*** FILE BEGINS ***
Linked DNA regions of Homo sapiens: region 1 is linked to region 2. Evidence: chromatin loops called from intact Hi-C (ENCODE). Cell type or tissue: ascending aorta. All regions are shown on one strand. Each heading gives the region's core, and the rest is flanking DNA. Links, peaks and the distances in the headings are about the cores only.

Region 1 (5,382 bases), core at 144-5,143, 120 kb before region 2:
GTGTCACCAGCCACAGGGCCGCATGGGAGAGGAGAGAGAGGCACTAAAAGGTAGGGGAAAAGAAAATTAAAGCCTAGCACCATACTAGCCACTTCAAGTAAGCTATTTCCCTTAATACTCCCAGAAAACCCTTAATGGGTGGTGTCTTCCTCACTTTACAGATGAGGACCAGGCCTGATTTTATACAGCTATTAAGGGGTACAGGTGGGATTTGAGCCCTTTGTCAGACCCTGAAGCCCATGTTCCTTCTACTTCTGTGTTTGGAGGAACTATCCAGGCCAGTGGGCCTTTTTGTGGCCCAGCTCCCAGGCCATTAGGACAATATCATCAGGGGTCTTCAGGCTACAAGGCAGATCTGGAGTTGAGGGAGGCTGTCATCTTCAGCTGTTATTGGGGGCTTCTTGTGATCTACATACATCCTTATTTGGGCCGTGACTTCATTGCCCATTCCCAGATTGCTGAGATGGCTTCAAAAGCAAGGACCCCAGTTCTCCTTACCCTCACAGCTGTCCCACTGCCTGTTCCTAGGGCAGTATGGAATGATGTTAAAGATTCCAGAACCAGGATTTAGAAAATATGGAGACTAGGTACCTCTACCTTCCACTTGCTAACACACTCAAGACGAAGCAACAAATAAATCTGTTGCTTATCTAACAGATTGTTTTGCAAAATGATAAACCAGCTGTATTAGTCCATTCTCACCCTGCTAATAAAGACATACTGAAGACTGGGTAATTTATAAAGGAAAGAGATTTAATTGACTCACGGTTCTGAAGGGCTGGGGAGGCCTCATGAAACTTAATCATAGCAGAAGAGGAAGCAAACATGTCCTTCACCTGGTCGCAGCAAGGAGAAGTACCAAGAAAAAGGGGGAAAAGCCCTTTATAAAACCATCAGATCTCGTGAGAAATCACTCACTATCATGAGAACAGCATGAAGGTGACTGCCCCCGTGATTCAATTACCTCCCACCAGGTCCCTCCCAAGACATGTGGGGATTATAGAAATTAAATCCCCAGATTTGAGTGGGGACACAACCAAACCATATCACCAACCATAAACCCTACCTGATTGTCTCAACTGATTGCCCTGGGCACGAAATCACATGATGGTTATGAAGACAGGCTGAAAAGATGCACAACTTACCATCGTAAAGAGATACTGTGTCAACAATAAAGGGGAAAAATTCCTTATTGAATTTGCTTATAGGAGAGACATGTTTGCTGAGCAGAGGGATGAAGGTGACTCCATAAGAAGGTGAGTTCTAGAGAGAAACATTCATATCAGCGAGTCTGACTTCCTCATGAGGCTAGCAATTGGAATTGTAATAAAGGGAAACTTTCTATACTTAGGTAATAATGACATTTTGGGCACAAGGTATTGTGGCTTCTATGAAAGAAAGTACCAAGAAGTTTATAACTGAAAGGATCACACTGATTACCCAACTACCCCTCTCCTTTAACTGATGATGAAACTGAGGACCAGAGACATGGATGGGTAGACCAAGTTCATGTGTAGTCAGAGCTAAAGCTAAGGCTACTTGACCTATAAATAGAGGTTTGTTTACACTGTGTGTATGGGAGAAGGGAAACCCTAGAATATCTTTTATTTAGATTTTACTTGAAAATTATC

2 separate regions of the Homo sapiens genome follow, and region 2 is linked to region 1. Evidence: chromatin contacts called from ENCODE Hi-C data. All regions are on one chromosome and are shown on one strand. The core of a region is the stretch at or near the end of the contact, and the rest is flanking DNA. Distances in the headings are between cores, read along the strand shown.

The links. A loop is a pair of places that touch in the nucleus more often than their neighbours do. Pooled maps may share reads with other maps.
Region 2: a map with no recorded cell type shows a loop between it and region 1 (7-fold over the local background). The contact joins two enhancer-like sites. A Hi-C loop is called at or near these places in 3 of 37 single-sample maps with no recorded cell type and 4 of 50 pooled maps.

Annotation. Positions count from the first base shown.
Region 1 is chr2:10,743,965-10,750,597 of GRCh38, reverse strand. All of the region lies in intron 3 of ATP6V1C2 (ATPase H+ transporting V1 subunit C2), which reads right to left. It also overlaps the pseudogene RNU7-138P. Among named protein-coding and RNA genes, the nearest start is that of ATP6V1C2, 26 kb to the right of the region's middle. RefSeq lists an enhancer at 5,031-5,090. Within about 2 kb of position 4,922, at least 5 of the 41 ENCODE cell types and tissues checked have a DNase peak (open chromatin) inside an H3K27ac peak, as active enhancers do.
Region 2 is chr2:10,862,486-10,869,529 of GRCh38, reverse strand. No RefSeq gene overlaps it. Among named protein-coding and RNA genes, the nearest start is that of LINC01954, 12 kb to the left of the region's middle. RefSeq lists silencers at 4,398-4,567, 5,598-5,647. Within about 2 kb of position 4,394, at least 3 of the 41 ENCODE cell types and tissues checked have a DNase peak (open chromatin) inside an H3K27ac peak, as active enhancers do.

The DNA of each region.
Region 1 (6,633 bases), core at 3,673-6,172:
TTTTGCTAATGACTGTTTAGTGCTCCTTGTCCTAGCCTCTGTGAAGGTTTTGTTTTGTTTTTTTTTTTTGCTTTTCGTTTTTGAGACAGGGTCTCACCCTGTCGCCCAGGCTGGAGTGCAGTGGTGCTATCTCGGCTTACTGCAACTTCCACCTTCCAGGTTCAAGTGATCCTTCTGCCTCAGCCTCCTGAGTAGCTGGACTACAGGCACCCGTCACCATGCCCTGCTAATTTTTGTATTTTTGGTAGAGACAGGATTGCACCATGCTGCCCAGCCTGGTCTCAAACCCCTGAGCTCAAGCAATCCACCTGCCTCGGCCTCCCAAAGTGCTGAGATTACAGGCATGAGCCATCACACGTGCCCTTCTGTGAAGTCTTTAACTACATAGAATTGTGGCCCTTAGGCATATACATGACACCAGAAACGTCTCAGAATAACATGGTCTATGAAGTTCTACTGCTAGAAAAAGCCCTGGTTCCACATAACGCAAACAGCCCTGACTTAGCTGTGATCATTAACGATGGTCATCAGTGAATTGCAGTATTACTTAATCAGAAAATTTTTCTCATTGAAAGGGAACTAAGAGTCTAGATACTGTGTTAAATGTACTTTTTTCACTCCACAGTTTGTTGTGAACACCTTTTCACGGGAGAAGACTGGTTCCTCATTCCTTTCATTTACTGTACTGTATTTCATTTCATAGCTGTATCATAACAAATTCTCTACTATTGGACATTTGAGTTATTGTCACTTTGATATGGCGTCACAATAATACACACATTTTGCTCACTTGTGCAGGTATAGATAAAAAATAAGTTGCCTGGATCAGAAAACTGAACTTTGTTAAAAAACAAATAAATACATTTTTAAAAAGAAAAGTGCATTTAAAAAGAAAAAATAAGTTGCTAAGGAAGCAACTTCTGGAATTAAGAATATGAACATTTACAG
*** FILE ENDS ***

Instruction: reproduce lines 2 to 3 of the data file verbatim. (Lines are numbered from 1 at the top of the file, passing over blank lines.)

Region 1 (5,382 bases), core at 144-5,143, 120 kb before region 2:
GTGTCACCAGCCACAGGGCCGCATGGGAGAGGAGAGAGAGGCACTAAAAGGTAGGGGAAAAGAAAATTAAAGCCTAGCACCATACTAGCCACTTCAAGTAAGCTATTTCCCTTAATACTCCCAGAAAACCCTTAATGGGTGGTGTCTTCCTCACTTTACAGATGAGGACCAGGCCTGATTTTATACAGCTATTAAGGGGTACAGGTGGGATTTGAGCCCTTTGTCAGACCCTGAAGCCCATGTTCCTTCTACTTCTGTGTTTGGAGGAACTATCCAGGCCAGTGGGCCTTTTTGTGGCCCAGCTCCCAGGCCATTAGGACAATATCATCAGGGGTCTTCAGGCTACAAGGCAGATCTGGAGTTGAGGGAGGCTGTCATCTTCAGCTGTTATTGGGGGCTTCTTGTGATCTACATACATCCTTATTTGGGCCGTGACTTCATTGCCCATTCCCAGATTGCTGAGATGGCTTCAAAAGCAAGGACCCCAGTTCTCCTTACCCTCACAGCTGTCCCACTGCCTGTTCCTAGGGCAGTATGGAATGATGTTAAAGATTCCAGAACCAGGATTTAGAAAATATGGAGACTAGGTACCTCTACCTTCCACTTGCTAACACACTCAAGACGAAGCAACAAATAAATCTGTTGCTTATCTAACAGATTGTTTTGCAAAATGATAAACCAGCTGTATTAGTCCATTCTCACCCTGCTAATAAAGACATACTGAAGACTGGGTAATTTATAAAGGAAAGAGATTTAATTGACTCACGGTTCTGAAGGGCTGGGGAGGCCTCATGAAACTTAATCATAGCAGAAGAGGAAGCAAACATGTCCTTCACCTGGTCGCAGCAAGGAGAAGTACCAAGAAAAAGGGGGAAAAGCCCTTTATAAAACCATCAGATCTCGTGAGAAATCACTCACTATCATGAGAACAGCATGAAGGTGACTGCCCCCGTGATTCAATTACCTCCCACCAGGTCCCTCCCAAGACATGTGGGGATTATAGAAATTAAATCCCCAGATTTGAGTGGGGACACAACCAAACCATATCACCAACCATAAACCCTACCTGATTGTCTCAACTGATTGCCCTGGGCACGAAATCACATGATGGTTATGAAGACAGGCTGAAAAGATGCACAACTTACCATCGTAAAGAGATACTGTGTCAACAATAAAGGGGAAAAATTCCTTATTGAATTTGCTTATAGGAGAGACATGTTTGCTGAGCAGAGGGATGAAGGTGACTCCATAAGAAGGTGAGTTCTAGAGAGAAACATTCATATCAGCGAGTCTGACTTCCTCATGAGGCTAGCAATTGGAATTGTAATAAAGGGAAACTTTCTATACTTAGGTAATAATGACATTTTGGGCACAAGGTATTGTGGCTTCTATGAAAGAAAGTACCAAGAAGTTTATAACTGAAAGGATCACACTGATTACCCAACTACCCCTCTCCTTTAACTGATGATGAAACTGAGGACCAGAGACATGGATGGGTAGACCAAGTTCATGTGTAGTCAGAGCTAAAGCTAAGGCTACTTGACCTATAAATAGAGGTTTGTTTACACTGTGTGTATGGGAGAAGGGAAACCCTAGAATATCTTTTATTTAGATTTTACTTGAAAATTATC